Whatever you may think of Camille Paglia, I found the characterizations of original field Republican presidential hopefuls in her Salon piece amusingly apt:
The humiliating wholesale rejection of cash-glutted Jeb Bush, dynastic crown prince, should have clued the GOP moguls into how out of touch they are with primary voters this year. Jeb’s first mistake (perhaps due to his wife’s dislike of the public eye) was not to run for president soon after serving as Florida governor, when he still had his chops. His second mistake was to loaf on the sidelines and play no role whatever in public debates over pressing national issues. By the time he returned to the scene, he was both uncertain and irrelevant. Then someone foolishly prodded him to lose weight, which reduced his gravitas along with the flab by now highlighting his bland, snub-nosed baby face.
Another victim of perpetual-boy syndrome is Marco Rubio, who at 44 seems to have strangely stalled in post-pubescence. How is it possible that Rubio played football (defensive back) in college and none of it shows? During high-wire gigs in Washington or at the primary debates, he chronically flubbed, either by autopilot glibness or painfully palpable anxiety attacks. Oh, right, we’re going to have this skittish, sweaty guy with five o’clock shadow and a bad comb-over going toe-to-toe with Vladimir Putin. Rubio seems bright and affable, but there’s nothing remotely presidential about him.
As for the rest of the GOP pack, they all flamed out in one way or another. Despite his bold history of confronting and defeating the greedy public-sector unions, Scott Walker with his wide, wary eyes and pretty-boy pout looked like a deer caught in the headlights at the first debate. Bobby Jindal and Rand Paul also struggled with boy-regression—is this a Republican disease? On TV, the snarly, petulant Paul, with his sprig of retro forehead curls, looked like a mummified Dorian Gray dressed by Sears Roebuck, circa 1959.
Carly Fiorina: smart and nimble but too taut and wired, like a buzz saw. Too much of a political novice and without Trump’s bumptious exuberance and slashing humor. Her campaign imploded when she went all histrionic (voice tragically breaking) about the secretly taped Planned Parenthood videos, a serious issue that the mainstream media had tried to bury but that should not have been used for blatant political grandstanding. Ben Carson: a thoughtful, dignified private citizen with an illustrious medical career. But was he ever remotely credible as a statesman on the international stage in the age of terrorism? His rote deep-think mode was to close his eyes and press his fingers together, like Madame Arcati conducting a séance in Blithe Spirit.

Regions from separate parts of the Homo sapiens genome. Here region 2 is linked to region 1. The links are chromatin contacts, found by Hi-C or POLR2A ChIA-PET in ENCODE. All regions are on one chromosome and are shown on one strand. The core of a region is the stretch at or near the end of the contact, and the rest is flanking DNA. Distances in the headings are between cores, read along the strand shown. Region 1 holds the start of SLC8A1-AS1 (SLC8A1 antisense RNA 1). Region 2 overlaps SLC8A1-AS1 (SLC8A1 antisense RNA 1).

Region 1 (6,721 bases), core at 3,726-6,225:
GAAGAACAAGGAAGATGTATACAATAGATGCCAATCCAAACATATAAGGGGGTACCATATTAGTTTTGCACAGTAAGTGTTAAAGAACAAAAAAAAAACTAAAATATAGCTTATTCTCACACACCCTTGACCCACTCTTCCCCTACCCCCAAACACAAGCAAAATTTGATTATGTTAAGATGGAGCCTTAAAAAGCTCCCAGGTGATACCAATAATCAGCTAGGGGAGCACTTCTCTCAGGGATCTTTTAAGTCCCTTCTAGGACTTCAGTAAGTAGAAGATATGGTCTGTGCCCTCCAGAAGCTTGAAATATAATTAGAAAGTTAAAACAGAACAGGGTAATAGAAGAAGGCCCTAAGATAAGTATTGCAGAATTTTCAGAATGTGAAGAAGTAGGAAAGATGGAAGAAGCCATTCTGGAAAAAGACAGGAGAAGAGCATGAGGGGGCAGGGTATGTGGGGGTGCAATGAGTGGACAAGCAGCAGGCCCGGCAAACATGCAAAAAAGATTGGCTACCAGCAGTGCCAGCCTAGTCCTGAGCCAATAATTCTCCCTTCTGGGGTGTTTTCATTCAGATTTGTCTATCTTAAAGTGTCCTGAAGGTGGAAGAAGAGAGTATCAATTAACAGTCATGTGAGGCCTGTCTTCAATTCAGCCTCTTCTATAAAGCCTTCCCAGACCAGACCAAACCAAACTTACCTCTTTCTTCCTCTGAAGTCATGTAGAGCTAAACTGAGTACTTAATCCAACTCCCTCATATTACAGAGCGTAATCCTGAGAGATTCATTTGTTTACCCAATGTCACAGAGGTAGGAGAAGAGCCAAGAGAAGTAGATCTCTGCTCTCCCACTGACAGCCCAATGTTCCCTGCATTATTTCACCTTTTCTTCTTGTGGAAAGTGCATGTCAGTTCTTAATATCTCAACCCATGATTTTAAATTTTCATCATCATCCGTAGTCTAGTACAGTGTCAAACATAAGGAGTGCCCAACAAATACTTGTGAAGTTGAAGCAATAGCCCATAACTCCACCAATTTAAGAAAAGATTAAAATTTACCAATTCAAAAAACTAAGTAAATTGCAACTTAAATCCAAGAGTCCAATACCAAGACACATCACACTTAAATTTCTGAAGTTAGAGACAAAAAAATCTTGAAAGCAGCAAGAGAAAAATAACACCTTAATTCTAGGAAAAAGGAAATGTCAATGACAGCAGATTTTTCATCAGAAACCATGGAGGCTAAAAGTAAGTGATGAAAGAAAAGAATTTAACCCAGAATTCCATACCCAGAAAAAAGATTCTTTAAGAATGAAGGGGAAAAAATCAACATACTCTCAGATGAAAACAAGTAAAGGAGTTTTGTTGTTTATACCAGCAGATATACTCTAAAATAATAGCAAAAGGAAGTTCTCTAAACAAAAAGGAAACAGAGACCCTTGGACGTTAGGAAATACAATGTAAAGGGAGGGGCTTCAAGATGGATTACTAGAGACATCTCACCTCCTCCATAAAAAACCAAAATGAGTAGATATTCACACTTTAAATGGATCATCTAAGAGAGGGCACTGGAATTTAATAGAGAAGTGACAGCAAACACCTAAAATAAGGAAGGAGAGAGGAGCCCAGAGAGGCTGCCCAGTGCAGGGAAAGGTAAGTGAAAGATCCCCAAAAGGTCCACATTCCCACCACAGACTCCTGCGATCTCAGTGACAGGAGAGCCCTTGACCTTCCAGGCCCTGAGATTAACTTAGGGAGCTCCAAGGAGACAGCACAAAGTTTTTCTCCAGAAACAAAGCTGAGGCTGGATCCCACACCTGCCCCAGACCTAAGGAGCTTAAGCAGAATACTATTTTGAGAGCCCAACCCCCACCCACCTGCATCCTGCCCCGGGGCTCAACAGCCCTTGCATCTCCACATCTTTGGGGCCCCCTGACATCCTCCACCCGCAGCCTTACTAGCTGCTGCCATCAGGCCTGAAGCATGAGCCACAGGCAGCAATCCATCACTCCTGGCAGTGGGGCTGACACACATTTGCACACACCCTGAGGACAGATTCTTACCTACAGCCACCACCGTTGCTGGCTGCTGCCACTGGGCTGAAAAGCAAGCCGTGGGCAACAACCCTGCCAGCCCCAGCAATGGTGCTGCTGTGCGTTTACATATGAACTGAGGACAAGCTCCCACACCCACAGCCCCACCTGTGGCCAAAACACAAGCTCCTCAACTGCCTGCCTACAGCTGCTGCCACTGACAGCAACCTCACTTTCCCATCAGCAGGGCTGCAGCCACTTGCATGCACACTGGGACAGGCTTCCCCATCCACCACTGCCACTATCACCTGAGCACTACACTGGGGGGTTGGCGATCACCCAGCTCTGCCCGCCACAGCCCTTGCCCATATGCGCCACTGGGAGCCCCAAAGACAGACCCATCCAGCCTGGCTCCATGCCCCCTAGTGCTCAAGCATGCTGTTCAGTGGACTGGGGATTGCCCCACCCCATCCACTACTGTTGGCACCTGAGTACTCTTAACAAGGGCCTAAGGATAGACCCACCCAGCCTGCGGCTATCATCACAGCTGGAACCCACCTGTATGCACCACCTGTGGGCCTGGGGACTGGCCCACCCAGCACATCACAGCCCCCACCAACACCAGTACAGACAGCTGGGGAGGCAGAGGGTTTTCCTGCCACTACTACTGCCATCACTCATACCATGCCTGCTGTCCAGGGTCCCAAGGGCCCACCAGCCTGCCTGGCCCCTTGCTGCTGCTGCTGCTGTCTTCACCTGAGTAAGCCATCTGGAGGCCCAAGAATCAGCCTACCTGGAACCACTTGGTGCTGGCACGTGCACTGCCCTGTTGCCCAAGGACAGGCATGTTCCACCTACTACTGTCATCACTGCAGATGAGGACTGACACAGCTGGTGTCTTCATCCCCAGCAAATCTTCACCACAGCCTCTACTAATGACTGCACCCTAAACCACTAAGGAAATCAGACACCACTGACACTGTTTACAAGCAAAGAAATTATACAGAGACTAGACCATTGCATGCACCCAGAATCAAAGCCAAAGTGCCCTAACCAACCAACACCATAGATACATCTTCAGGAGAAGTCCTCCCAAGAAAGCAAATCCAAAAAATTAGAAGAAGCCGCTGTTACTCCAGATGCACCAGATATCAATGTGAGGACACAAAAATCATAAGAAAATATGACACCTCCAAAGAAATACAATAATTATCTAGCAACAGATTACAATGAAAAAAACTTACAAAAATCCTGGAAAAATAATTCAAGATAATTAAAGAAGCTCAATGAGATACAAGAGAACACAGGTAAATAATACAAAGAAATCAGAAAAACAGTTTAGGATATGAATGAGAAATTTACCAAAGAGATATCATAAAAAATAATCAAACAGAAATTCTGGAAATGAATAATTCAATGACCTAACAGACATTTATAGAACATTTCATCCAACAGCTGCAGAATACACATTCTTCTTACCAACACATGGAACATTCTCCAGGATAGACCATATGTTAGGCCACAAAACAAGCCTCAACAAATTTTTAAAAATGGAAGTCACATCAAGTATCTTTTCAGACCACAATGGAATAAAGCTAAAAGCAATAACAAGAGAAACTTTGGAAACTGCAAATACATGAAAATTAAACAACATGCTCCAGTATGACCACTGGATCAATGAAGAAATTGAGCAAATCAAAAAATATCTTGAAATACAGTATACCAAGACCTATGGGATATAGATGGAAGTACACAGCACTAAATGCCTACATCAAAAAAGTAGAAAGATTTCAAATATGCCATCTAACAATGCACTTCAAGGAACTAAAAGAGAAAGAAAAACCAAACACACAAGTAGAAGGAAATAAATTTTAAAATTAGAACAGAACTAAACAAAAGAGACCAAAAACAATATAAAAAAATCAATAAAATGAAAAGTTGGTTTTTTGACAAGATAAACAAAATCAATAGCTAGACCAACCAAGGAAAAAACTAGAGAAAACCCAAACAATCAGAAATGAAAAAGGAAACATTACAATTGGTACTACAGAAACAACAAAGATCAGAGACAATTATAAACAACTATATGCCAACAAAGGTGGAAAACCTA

Chris Christie: the lib Manhattan media just loved him to death. He was their fave Republican—he licked their boots, and they licked his. This blathering, gassy, waddling narcissist with his over-trimmed Pinocchio nose and lispy, quacking voice never had a prayer of a chance on the national stage. The Christie boomlet was always a media mirage. John Kasich: the man who could have been king. I think Kasich won the first GOP debate but then blew it. He has exactly the kind of gubernatorial executive experience and legislative budget-balancing record that are sorely needed in the White House. But Kasich’s unfocused, overblown, compulsively self-referential rhetoric is a major liability. And his skills as a public figure are embarrassingly rudimentary: he blurts, lurches, and waves his arms around like a windmill. He lacks patience, subtlety, and finesse. Not presidential.
Sadly, deft, concise skewering of public figures is all but a lost art in the United States. Too much political commentary devolves into not much more than “Oh, yeah?”. I’m always reminded of this scene from the movie It Happened One Night:
I agree with her that a Trump v. Clinton match-off will be a national nightmare. I disagree with the way she’s characterized it. I think it will be more like Godzilla vs. the Smog Monster except without the rubber suits.